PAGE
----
Next summer, the Delhaize supermarket branch, Delhaize Boondael in Ixelles, will be the first to offer short-cycle vegetables. Such vegetables will be cultivated on the roof of its shop.
The newly-appointed CEO, Denis Knoops, indicated this today (Wednesday).
Salads, cherry tomatoes and aubergines, in quantities which have yet to be determined, will thus be sold at a lower price than their organic equivalents.
Half of the 320 square metres urban garden will be taken up by open-air production and the other half with a greenhouse, “which will allow cultivation of vegetables throughout the year, even out-of-season,” stresses Delhaize.
The pilot project will be assessed on an ongoing basis and, where appropriate, modified. The terms of the pilot do not rule out growing the practice in other shops.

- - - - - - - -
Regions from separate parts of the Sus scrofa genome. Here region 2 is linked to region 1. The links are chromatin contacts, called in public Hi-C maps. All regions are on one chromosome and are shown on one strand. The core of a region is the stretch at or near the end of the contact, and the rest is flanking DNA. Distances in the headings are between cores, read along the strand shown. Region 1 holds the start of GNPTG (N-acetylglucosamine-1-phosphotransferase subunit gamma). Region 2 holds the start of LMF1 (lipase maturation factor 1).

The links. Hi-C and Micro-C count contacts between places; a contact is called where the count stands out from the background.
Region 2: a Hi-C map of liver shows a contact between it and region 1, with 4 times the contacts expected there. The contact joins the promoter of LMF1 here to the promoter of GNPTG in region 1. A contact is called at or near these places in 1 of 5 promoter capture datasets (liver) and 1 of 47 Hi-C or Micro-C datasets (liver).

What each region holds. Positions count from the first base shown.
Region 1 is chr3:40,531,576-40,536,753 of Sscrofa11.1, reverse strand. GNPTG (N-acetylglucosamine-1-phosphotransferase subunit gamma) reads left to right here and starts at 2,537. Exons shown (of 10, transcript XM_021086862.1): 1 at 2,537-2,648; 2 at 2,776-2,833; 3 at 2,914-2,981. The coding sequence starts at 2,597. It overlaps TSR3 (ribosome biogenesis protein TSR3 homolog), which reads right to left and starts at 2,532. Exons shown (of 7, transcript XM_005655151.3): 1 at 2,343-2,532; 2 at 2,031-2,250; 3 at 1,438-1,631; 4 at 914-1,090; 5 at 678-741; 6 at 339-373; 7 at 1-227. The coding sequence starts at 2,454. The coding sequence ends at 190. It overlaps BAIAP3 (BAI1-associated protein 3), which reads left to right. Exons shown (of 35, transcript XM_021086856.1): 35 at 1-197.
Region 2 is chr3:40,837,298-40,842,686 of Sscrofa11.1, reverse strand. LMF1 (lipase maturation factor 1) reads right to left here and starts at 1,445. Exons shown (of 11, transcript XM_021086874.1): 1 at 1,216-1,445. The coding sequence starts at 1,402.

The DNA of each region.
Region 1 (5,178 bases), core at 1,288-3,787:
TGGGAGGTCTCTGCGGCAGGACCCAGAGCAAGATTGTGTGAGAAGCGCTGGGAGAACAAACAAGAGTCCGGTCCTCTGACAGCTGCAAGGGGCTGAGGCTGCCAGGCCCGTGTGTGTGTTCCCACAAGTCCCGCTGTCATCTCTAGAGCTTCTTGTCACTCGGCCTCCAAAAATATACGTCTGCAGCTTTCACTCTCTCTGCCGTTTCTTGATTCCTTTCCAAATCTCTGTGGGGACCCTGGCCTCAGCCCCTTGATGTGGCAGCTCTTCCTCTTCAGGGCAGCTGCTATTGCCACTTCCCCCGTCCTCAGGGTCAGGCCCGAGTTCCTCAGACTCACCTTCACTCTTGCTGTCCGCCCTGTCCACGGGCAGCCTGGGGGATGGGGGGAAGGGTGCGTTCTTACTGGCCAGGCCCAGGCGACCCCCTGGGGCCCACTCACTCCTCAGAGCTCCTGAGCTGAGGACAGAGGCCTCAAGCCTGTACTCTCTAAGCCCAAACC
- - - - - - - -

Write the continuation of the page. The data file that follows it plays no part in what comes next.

The supermarket chain states, “In theory, the vegetables meet the criteria for organic vegetables. However, as they are not cultivated directly in natural soil but on a rooftop, they cannot carry this label.”
Delhaize is working on this project with a consultant agronomist and experts in rooftop gardens, as much for preparation as for management reasons.
Céline Fremault, the Brussels Minister for the Environment, notes, “Developing healthy, quality vegetables, based upon short cyles, is one of the challenges for the Brussels region. This is the direction of travel for the Good Food plan which I launched at the beginning of 2016.”
Going further, she says, “If everyone embraces the idea, as Delhaize has done, we will attain our target of 30% of fruit and vegetable production through urban agriculture, way before 2035, as is currently planned.”
Besides responding to its ambitions for sustainability and local production, Delhaize wishes to involve the neighbourhood and local schools in the project, by eliciting their participation and organising visits.
The Brussels Times